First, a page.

I beg to differ.
|This fort represents the joy and happiness our family experiences as we play together. Like the fort, the play time is only temporary buy helps us enjoy time together as we build meaningful lasting relationships.|
The Truth About Childish Dates
He brings out some good points. I think that the YSA culture does tend to make it easy to never grow up. But that is the nature of the single lifestyle in general. The problem isn't with those that are going on dates, even big group dates. The problem lies with those young adults that are unwilling to accept responsibility and move forward with life.
I am far more concerned about the men and women that are spending their friday nights at home in front of the TV or playing video games. I worry more about those that are enjoying their freedom so much that they travel so often that they never have the chance to see the same people consistently enough to build a relationship. Even those who take the time to go on dates but do nothing more than watch a movie or make out don't understand the purpose of dating.
If a guy (or girl) has taken the time to plan out a date and create a fun environment, he is doing what he is supposed to. They are taking responsibility for the evening. You know what else? A blanket fort or scavenger hunt or any number of activities that are typical of youth or children demonstrate that the person planning knows how to have fun and plan. It is easier to have conversation and get to know one another in a blanket fort than in a restaurant full of people, a lot more frugal too.
I married my husband because I had fun being with him. We would often go and play at the park or swing on swings, and we still do. When I was 7 months pregnant we made a purchase that involved a sizable box with a lot of cardboard. We made our living room into a fort (with the help of some visiting siblings). Does this mean that we were unprepared to grow up and be parents? Or does it mean that we recognized that it would be a waste to just throw so much big cardboard away when it was perfect fort material?
A Word About Group Dates
Group dates are excellent when a person is young and not really seeking for marriage. They are also great for first dates, blind dates or an opportunity to spend time with other friends. Depending on the size of the group and the nature of the date, they may or may not be a good way to get to know other people.
I met my husband at a group gathering. We were in a class sitting a few rows apart. Without interacting face to face, we were still able to observe characteristics that we found desirable. Over time we got to know each other and became good friends.
When it appeared that there was potential for more than friendship, my husband, being the gentleman he is, asked me out on a date. There wasn't any fluff of a group date, we wanted to spend time with each other in a one on one setting to see if we were compatible. One date led to another and at that point in our relationship, we enjoyed the time we were able to spend alone together. We wanted to talk about things on a deeper and more personal level than would be appropriate in a large group.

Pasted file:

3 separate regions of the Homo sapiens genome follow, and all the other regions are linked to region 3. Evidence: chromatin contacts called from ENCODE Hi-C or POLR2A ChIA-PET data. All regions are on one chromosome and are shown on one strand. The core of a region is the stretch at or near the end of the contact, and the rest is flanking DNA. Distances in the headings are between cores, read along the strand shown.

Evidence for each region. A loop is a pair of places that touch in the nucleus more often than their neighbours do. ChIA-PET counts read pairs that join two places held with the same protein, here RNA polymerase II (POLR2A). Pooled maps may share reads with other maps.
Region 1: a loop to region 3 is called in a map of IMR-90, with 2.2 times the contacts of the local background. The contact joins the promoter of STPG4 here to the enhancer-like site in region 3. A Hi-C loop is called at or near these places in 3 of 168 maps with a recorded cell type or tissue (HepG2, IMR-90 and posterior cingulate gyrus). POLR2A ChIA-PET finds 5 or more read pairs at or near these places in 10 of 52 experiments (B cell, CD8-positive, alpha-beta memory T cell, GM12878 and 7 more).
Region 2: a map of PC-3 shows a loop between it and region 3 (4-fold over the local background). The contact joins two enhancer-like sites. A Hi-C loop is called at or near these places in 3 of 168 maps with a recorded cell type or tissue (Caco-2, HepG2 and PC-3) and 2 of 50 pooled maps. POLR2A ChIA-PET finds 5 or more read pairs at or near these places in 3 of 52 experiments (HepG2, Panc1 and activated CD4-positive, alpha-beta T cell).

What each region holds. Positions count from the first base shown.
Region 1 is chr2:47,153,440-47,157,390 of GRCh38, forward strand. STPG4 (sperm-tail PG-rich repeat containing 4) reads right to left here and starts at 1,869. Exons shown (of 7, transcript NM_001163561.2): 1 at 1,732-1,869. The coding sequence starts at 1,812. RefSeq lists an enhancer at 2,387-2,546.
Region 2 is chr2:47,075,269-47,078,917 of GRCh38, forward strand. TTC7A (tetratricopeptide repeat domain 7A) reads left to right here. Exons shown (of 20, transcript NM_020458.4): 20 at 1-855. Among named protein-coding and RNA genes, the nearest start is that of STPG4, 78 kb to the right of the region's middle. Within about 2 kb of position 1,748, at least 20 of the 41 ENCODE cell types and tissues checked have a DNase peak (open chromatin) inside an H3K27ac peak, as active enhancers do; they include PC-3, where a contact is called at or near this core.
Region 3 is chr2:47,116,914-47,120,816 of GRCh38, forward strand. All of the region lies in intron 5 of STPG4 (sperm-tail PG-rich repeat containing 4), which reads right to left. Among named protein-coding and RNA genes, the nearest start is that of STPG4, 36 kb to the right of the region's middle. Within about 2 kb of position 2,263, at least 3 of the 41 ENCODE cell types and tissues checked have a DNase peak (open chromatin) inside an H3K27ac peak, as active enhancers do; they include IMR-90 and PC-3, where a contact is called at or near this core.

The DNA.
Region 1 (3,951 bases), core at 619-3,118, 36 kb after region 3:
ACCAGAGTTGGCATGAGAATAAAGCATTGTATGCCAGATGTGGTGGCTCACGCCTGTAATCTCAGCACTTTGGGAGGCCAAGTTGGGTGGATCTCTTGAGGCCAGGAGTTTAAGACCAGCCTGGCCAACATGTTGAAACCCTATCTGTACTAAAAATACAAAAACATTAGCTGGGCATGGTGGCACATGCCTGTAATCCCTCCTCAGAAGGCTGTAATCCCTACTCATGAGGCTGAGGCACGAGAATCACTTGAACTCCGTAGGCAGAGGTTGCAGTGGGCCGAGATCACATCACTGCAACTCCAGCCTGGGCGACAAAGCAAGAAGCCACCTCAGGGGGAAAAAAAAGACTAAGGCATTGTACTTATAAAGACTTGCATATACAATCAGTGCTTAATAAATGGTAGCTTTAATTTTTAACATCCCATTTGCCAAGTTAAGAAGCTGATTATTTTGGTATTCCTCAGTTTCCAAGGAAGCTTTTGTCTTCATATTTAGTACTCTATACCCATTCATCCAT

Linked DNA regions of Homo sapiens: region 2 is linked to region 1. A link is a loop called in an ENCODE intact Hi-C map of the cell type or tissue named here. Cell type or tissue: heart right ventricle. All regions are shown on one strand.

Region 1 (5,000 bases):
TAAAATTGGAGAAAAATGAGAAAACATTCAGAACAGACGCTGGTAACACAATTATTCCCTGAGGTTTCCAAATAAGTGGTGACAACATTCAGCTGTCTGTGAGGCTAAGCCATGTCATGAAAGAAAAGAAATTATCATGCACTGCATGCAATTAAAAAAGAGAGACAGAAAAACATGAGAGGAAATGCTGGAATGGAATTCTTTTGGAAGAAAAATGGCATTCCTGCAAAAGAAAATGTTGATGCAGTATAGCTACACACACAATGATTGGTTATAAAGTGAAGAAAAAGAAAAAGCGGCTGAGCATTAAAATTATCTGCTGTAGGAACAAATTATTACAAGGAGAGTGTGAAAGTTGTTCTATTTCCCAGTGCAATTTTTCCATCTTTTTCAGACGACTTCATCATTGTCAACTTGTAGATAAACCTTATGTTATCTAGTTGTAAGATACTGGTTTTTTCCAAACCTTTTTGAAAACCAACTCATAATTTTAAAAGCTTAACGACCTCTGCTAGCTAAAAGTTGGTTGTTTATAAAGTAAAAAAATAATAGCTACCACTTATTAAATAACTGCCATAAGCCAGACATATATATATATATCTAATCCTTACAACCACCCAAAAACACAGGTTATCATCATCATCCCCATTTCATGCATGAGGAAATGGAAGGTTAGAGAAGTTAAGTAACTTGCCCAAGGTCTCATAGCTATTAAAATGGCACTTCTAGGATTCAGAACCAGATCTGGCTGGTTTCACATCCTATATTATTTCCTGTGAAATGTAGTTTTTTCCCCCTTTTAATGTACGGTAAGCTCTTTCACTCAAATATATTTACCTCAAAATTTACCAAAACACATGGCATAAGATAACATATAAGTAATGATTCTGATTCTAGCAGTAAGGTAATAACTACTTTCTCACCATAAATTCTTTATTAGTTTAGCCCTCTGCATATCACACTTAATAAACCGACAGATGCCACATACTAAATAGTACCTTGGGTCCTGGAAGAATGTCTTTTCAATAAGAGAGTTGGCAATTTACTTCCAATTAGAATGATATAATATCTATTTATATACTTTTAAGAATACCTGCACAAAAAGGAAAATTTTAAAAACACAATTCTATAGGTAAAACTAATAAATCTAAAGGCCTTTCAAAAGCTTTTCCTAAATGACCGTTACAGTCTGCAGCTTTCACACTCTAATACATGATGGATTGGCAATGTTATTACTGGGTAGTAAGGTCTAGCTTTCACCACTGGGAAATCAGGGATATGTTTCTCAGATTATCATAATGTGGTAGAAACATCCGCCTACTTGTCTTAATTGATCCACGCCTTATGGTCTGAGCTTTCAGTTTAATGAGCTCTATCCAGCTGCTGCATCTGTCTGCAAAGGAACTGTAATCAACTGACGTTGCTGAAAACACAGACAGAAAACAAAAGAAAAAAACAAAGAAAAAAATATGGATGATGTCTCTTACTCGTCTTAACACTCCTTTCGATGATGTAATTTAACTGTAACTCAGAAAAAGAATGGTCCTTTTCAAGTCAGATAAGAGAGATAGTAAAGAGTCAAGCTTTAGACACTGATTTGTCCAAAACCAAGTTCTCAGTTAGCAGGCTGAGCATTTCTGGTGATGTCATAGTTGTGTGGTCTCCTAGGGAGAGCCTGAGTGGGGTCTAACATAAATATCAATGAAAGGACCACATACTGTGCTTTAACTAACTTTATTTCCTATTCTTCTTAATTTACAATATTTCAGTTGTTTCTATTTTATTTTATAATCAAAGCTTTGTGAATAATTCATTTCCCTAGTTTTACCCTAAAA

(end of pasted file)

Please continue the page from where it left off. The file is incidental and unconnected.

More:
Group settings are still a valuable part of life. While dating, we enjoyed spending lots of time together, but we didn't shirk our other duties and responsiblities. We would join each other when possible, and still maintained our other friendships and relationships.
Transitioning To Married Life
I agree that the transition from single life and lifestyle to married life is a big transition. And the couple should be prepared and know what they are getting into. They need to accept that it will be a big change and be mature enough to handle it.
When you get married, all your friends disappear!
That may be a slight exaggeration, but it sure feels that way sometimes. If you really like your spouse, it isn't a huge deal and you just enjoy time together, but it can feel lonely sometimes. I think there are a few reasons for this.
- Living circumstances have changed. The groups are families instead of roommates. The cliques are families instead of interest groups.
- The goal is to strengthen families instead of to find someone to start a family with. This changes the motivation for socialization.
- If you want to make friends, you have to find friends and plan activities rather than waiting for a munch and mingle.
- Newlyweds are the newbies in the area, so they go from being in a social group that is constantly changing (and thus new friendships are constantly forming) to a social circle that includes busy families that have been friends and neighbors for many years and may be resistant to change.
Oh, and knowing that fun child-like dates don't necessarily correspond to immaturity or lack of responsibility and commitment, these planners can be the ones to plan fun get togethers with friends instead of feeling like there is nothing "fun" to do. I went to a murder mystery dinner planned by one such friend, and it was awesome!
Doing Children's Activities Prepares Us For Parenting!
When we found out we were pregnant, I wasn't concerned about my husband's ability to be a good father. I knew he knew how to be responsible and would be committed to doing what was best for our family, but I also knew he liked to play! The day we got engaged, we were playing in the children's garden at Thanksgiving Point and doing all sorts of silly stuff. Did my silliness deter him? Did he cancel his plans for proposing, steer clear of the hidden ring and take me home? No, he joined in and played with me.
Now we have a little boy, and while parenting comes with responsibility, it also involves a lot of play. I'm glad we didn't stop being ourselves while we were dating. We have been able to have joy in the journey through friendship, courting, marriage, and parenthood as we recognize that there is a time and place for seriousness and responsibility, but there is also a time for play.